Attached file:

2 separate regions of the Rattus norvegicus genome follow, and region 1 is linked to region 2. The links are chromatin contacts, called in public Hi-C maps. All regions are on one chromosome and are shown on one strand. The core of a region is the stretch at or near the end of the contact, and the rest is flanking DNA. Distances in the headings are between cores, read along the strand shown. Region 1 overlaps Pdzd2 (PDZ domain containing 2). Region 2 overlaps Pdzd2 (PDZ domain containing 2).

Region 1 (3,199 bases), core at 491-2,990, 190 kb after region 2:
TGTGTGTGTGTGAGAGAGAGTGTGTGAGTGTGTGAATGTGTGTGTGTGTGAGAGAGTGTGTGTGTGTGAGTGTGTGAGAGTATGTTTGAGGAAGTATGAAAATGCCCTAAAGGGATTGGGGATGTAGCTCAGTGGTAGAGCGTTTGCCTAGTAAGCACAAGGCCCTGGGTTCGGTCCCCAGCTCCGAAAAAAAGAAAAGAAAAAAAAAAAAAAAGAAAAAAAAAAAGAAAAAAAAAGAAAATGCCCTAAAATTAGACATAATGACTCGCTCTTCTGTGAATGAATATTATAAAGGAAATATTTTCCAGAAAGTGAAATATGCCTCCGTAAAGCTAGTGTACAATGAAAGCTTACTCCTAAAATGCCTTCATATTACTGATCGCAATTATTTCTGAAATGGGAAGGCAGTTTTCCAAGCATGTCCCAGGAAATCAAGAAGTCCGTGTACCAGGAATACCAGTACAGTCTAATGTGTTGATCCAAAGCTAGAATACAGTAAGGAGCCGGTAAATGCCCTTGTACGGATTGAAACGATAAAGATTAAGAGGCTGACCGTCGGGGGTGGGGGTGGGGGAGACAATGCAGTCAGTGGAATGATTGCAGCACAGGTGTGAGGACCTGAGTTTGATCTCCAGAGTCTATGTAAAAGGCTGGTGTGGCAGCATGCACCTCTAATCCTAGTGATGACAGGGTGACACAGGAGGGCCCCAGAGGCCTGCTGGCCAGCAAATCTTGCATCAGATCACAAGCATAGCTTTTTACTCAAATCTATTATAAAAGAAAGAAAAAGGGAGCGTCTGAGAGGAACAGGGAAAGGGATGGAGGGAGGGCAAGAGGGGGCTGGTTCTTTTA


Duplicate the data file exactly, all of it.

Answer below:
2 separate regions of the Rattus norvegicus genome follow, and region 1 is linked to region 2. The links are chromatin contacts, called in public Hi-C maps. All regions are on one chromosome and are shown on one strand. The core of a region is the stretch at or near the end of the contact, and the rest is flanking DNA. Distances in the headings are between cores, read along the strand shown. Region 1 overlaps Pdzd2 (PDZ domain containing 2). Region 2 overlaps Pdzd2 (PDZ domain containing 2).

Region 1 (3,199 bases), core at 491-2,990, 190 kb after region 2:
TGTGTGTGTGTGAGAGAGAGTGTGTGAGTGTGTGAATGTGTGTGTGTGTGAGAGAGTGTGTGTGTGTGAGTGTGTGAGAGTATGTTTGAGGAAGTATGAAAATGCCCTAAAGGGATTGGGGATGTAGCTCAGTGGTAGAGCGTTTGCCTAGTAAGCACAAGGCCCTGGGTTCGGTCCCCAGCTCCGAAAAAAAGAAAAGAAAAAAAAAAAAAAAGAAAAAAAAAAAGAAAAAAAAAGAAAATGCCCTAAAATTAGACATAATGACTCGCTCTTCTGTGAATGAATATTATAAAGGAAATATTTTCCAGAAAGTGAAATATGCCTCCGTAAAGCTAGTGTACAATGAAAGCTTACTCCTAAAATGCCTTCATATTACTGATCGCAATTATTTCTGAAATGGGAAGGCAGTTTTCCAAGCATGTCCCAGGAAATCAAGAAGTCCGTGTACCAGGAATACCAGTACAGTCTAATGTGTTGATCCAAAGCTAGAATACAGTAAGGAGCCGGTAAATGCCCTTGTACGGATTGAAACGATAAAGATTAAGAGGCTGACCGTCGGGGGTGGGGGTGGGGGAGACAATGCAGTCAGTGGAATGATTGCAGCACAGGTGTGAGGACCTGAGTTTGATCTCCAGAGTCTATGTAAAAGGCTGGTGTGGCAGCATGCACCTCTAATCCTAGTGATGACAGGGTGACACAGGAGGGCCCCAGAGGCCTGCTGGCCAGCAAATCTTGCATCAGATCACAAGCATAGCTTTTTACTCAAATCTATTATAAAAGAAAGAAAAAGGGAGCGTCTGAGAGGAACAGGGAAAGGGATGGAGGGAGGGCAAGAGGGGGCTGGTTCTTTTA